WE HELP YOU PRESERVE THE PRECIOUS
WATER OF SUB-SAHARAN AFRICA
Water Reclamation Plant
Since its commission in 2007, the plant has been upgraded to treat approximately 45,000m3/day for Anglo American Thermal Coal after a Phase 2 build. Both phases of the plant have consistently produced high quality potable water at a water recovery of 99.0% to 99.5%.
The Phase 1 plant processes acid mine drainage from Anglo American Thermal Coal’s Greenside, Kleinkopje, South Witbank and Navigation collieries to produce drinking quality water for the local municipality. This flagship plant is the recipient of several industry awards and demonstrates our expertise in treating mine water at affordable rates for re-use, thereby generating new water resources. In line with our focus on zero waste, the pure gypsum sludge produced as a by-product of this process is sold to the manufacturing industry for use as gypsum board and building materials.
The Phase 2 plant prioritises the processing of high acidity Acid Mine Drainage from Anglo American Thermal Coal’s Navigation colliery to produce drinking quality water for the local municipality. This plant upgrade has allowed us to further showcase our operational expertise; by managing two large AMD water treatment plants next to each other, both of which receive vastly different feed water qualities. This translates into different complexities which need to be carefully operated and managed by a highly skilled Operations team.
This project has highlighted the collaborative value derived through long term client partnerships which Nafasi Water holds as a priority.
Water Reclamation Plant
The purpose of the Optimum Coal plant near Hendrina in Mpumalanga is to treat the surplus of affected waters generated by the mine and its associated activities.
Initiated in October 2008, the Optimum Water Reclamation Plant (OWRP) is designed to treat 15,000 m3/day with a peak capacity of 18,500 m3/day. It treats water with a 98% water recovery, most of which is utilised by the local Hendrina Municipality, with the excess being discharged into the Klein Olifants River. Pure gypsum sludge as a byproduct from this plant is sold as a building material.
Due to the specific feed water quality in the region, the design of this facility differs from the other plants in that the upfront neutralisation reactors were not required. With the long-term dewatering requirements in the area, the plant expected to be functional beyond the life of the mine.
Water Reclamation Plant
The Middelburg Water Reclamation Plant (MWRP) was designed to be the world’s first Mine Water Treatment Plant producing zero brine, without the need for energy-intensive brine treatment technology.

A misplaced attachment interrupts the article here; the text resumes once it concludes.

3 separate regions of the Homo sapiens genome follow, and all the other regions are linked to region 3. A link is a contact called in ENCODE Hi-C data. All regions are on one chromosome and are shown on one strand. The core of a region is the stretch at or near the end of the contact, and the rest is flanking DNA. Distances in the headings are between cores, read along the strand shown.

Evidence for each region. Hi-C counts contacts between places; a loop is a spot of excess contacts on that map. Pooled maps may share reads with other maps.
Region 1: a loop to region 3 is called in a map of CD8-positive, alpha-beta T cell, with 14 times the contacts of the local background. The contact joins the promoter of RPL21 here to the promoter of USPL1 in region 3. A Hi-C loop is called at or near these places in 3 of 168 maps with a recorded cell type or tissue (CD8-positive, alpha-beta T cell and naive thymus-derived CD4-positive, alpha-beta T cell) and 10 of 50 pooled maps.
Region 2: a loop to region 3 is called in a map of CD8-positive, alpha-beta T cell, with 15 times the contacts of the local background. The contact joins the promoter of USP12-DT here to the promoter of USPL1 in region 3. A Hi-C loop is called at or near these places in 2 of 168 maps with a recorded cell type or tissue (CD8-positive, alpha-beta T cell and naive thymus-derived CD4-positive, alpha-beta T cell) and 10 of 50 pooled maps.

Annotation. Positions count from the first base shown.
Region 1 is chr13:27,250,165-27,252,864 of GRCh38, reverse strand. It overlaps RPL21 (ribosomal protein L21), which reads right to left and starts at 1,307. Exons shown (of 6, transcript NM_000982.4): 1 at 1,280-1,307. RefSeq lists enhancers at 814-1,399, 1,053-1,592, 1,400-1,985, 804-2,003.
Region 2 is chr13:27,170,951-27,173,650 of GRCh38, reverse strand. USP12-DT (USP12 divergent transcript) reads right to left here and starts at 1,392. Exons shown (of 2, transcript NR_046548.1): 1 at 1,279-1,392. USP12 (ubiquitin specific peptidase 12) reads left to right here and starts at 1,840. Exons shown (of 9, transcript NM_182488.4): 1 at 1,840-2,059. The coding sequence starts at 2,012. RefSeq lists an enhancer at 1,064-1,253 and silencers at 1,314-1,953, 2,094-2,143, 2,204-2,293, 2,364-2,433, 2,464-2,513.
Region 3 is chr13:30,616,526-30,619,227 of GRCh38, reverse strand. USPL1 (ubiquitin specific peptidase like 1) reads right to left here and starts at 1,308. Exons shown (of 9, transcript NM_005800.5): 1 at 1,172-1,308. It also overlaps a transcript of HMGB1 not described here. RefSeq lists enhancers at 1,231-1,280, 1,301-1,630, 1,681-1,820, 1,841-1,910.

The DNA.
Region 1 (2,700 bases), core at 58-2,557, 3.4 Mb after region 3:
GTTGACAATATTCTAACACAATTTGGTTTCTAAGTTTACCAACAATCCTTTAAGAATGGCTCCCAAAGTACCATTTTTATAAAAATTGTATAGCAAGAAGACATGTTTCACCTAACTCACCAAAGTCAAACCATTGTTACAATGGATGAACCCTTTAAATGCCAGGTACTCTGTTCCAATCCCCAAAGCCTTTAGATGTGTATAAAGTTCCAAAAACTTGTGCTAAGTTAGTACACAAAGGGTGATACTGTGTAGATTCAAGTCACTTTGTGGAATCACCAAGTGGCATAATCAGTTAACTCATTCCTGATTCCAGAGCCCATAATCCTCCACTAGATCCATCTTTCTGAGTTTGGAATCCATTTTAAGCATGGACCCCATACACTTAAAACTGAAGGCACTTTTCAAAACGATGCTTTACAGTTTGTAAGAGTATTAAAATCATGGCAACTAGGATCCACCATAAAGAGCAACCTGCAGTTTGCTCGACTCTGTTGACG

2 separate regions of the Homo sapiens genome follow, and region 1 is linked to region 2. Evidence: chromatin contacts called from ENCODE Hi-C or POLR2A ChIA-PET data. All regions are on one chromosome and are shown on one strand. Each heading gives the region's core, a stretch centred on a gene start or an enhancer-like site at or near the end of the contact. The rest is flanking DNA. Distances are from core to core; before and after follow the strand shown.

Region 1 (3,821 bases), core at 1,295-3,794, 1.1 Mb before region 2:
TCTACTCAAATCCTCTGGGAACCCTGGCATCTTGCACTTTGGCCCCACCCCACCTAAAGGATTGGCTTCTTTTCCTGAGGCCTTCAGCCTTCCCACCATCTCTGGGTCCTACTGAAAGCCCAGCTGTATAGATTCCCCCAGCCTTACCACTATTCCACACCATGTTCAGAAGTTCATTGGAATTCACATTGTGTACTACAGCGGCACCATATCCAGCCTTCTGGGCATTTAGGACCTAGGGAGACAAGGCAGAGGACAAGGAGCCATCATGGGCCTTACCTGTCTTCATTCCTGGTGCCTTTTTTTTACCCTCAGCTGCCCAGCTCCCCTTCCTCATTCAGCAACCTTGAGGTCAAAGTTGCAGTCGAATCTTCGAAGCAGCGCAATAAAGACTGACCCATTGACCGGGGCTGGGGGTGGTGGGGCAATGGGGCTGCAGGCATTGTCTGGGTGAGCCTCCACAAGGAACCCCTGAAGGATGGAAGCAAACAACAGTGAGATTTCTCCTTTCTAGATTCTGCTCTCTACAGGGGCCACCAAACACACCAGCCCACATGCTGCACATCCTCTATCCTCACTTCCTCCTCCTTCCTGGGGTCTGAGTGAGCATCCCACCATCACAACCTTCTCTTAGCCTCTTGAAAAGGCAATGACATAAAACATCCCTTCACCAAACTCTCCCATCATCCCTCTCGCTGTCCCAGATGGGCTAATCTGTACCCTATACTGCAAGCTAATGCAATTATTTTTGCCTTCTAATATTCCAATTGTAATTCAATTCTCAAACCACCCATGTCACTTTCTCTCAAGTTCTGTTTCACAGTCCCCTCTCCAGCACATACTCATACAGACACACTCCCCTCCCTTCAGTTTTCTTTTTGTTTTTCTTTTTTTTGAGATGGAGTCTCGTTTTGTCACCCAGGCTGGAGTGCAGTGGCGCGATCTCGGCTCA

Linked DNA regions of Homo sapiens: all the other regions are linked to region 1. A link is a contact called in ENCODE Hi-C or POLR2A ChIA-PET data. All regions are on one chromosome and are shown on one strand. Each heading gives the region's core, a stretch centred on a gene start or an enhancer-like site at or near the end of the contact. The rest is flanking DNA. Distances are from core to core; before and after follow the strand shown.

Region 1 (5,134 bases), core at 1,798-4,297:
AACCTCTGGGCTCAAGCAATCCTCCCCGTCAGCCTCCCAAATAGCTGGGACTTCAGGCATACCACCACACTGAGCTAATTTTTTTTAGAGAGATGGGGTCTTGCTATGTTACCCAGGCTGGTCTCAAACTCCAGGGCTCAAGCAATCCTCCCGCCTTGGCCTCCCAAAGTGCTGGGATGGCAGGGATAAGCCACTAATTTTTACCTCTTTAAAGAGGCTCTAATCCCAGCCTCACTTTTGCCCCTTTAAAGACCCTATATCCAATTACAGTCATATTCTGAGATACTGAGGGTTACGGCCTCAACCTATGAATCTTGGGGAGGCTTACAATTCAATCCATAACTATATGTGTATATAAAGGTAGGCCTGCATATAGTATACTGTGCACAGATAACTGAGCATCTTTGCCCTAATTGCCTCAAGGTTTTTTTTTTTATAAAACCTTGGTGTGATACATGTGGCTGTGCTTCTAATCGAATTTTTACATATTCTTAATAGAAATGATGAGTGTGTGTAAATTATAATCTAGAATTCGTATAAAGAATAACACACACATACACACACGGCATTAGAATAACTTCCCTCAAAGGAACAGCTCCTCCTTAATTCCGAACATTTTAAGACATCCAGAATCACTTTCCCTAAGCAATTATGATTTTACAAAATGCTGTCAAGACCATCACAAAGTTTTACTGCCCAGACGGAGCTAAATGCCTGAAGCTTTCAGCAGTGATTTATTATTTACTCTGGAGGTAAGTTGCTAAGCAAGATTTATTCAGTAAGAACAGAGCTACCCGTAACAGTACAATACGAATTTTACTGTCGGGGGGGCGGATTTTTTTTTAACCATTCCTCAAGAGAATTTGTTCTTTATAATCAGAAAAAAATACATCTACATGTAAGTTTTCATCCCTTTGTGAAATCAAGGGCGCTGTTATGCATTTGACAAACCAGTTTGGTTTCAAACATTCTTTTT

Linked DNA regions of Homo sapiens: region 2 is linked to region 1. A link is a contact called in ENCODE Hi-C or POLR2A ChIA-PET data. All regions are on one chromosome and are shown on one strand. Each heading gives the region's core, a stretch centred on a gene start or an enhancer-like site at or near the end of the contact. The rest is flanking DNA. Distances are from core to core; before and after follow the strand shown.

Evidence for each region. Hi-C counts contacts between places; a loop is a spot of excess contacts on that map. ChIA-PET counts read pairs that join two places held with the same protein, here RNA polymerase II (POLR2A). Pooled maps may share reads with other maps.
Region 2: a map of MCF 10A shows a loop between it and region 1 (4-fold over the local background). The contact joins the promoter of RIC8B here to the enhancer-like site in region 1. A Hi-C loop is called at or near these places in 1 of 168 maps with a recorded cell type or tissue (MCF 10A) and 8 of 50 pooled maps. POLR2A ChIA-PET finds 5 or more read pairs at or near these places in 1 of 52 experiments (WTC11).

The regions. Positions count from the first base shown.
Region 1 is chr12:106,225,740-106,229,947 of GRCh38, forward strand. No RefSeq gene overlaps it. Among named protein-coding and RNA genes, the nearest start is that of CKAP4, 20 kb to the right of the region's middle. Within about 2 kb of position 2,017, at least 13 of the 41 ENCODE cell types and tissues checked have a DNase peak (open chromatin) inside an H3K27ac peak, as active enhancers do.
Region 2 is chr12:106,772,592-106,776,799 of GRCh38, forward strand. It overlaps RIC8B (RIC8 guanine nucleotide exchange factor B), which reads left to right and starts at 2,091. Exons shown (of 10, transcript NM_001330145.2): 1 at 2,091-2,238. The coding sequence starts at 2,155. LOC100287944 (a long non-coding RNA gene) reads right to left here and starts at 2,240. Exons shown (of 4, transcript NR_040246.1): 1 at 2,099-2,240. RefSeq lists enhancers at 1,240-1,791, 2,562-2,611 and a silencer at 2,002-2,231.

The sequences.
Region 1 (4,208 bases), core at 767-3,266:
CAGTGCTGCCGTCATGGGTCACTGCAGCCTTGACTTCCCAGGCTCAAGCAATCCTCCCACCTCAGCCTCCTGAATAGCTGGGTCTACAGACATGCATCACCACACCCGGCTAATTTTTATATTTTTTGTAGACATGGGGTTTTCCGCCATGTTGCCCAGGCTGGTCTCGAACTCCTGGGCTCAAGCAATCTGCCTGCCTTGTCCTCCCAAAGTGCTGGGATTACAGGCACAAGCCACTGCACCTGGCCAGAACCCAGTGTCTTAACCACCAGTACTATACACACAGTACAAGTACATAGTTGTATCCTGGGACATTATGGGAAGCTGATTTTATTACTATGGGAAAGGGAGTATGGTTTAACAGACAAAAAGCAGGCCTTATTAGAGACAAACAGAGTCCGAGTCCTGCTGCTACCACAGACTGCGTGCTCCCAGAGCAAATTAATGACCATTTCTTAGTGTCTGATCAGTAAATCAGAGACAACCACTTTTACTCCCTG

The project was completed in June 2015 and is designed to treat 20,000 m3/day with a peak capacity of 25,000 m3/day. The plant treats water with a 99.7% water recovery, where the only liquid not leaving the plant as product water is the moisture in the dewatered sludges.
Zero Brine is achieved through expert membrane design, and an operational team who can consistently operate a highly technical plant on the edge of current membrane capability. Pure gypsum sludge as a byproduct from this plant is sold as building material.
Seawater Desalination Plant
The Trekkopje Uranium Project in the Erongo desert region of Namibia is a low-grade, shallow uranium deposit that is mined by opencast methods. With the lack of groundwater and surface water resources, the abundantly rich mineral reserves in the area, as well as the associated water-intensive nature of mineral extraction, desalination was the only viable solution to support the development of the Orano Resources uranium mine.
Won against stiff international competition, the Erongo seawater desalination plant was designed and constructed by Nafasi Water – the first significant plant constructed in Southern Africa. Located approximately 30km north of Swakopmund, the plant began delivering water for mine activities in May 2010, and is currently operated and maintained under contract by Nafasi Water. The plant is capable of delivering 54 000 million m3/year of treated water pumped approximately 50km in an overland pipeline to the Trekkopje mining site. The intake system draws sea water from the ocean, 1km offshore, and caters for the potential water demand of 45 million m3/per year in future.
Nafasi Water uses advanced ultrafiltration membranes to manage pre-treatment of the nutrient rich waters of the Namibian coastline where red tide is common. This allowed us to maximise the efficiency of the pre-treatment processes. Eleven parallel ultrafiltration trains were installed, followed by nine parallel reverse osmosis trains.
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